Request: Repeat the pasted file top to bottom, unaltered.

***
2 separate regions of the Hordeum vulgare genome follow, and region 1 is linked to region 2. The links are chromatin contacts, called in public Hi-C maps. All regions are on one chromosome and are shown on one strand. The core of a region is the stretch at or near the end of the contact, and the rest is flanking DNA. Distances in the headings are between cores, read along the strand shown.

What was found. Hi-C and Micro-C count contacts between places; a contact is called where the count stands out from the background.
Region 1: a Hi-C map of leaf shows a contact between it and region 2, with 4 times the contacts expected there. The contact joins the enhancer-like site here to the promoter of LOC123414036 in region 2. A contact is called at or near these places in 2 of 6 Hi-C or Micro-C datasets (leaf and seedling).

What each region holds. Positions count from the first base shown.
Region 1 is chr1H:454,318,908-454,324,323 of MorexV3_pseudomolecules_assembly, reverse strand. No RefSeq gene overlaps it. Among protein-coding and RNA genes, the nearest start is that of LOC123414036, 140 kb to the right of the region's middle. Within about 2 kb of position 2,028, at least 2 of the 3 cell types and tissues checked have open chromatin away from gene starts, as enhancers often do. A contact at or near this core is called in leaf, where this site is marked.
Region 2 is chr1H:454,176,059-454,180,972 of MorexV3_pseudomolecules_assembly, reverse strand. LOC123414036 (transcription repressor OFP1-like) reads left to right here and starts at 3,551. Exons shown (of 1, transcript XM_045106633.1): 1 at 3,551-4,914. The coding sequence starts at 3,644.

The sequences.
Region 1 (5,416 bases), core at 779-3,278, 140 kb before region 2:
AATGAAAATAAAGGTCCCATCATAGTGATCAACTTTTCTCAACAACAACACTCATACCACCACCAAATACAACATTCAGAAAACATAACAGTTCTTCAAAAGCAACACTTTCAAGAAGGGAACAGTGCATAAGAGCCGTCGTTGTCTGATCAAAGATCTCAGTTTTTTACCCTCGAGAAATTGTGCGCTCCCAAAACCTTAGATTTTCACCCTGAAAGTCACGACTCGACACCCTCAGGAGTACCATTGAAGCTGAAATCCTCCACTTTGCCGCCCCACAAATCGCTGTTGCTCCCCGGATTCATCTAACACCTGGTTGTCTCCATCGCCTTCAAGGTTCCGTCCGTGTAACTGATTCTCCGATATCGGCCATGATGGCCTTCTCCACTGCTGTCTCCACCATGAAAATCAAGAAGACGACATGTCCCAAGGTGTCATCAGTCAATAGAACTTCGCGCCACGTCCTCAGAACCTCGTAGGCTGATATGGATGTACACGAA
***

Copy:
2 separate regions of the Hordeum vulgare genome follow, and region 1 is linked to region 2. The links are chromatin contacts, called in public Hi-C maps. All regions are on one chromosome and are shown on one strand. The core of a region is the stretch at or near the end of the contact, and the rest is flanking DNA. Distances in the headings are between cores, read along the strand shown.

What was found. Hi-C and Micro-C count contacts between places; a contact is called where the count stands out from the background.
Region 1: a Hi-C map of leaf shows a contact between it and region 2, with 4 times the contacts expected there. The contact joins the enhancer-like site here to the promoter of LOC123414036 in region 2. A contact is called at or near these places in 2 of 6 Hi-C or Micro-C datasets (leaf and seedling).

What each region holds. Positions count from the first base shown.
Region 1 is chr1H:454,318,908-454,324,323 of MorexV3_pseudomolecules_assembly, reverse strand. No RefSeq gene overlaps it. Among protein-coding and RNA genes, the nearest start is that of LOC123414036, 140 kb to the right of the region's middle. Within about 2 kb of position 2,028, at least 2 of the 3 cell types and tissues checked have open chromatin away from gene starts, as enhancers often do. A contact at or near this core is called in leaf, where this site is marked.
Region 2 is chr1H:454,176,059-454,180,972 of MorexV3_pseudomolecules_assembly, reverse strand. LOC123414036 (transcription repressor OFP1-like) reads left to right here and starts at 3,551. Exons shown (of 1, transcript XM_045106633.1): 1 at 3,551-4,914. The coding sequence starts at 3,644.

The sequences.
Region 1 (5,416 bases), core at 779-3,278, 140 kb before region 2:
AATGAAAATAAAGGTCCCATCATAGTGATCAACTTTTCTCAACAACAACACTCATACCACCACCAAATACAACATTCAGAAAACATAACAGTTCTTCAAAAGCAACACTTTCAAGAAGGGAACAGTGCATAAGAGCCGTCGTTGTCTGATCAAAGATCTCAGTTTTTTACCCTCGAGAAATTGTGCGCTCCCAAAACCTTAGATTTTCACCCTGAAAGTCACGACTCGACACCCTCAGGAGTACCATTGAAGCTGAAATCCTCCACTTTGCCGCCCCACAAATCGCTGTTGCTCCCCGGATTCATCTAACACCTGGTTGTCTCCATCGCCTTCAAGGTTCCGTCCGTGTAACTGATTCTCCGATATCGGCCATGATGGCCTTCTCCACTGCTGTCTCCACCATGAAAATCAAGAAGACGACATGTCCCAAGGTGTCATCAGTCAATAGAACTTCGCGCCACGTCCTCAGAACCTCGTAGGCTGATATGGATGTACACGAA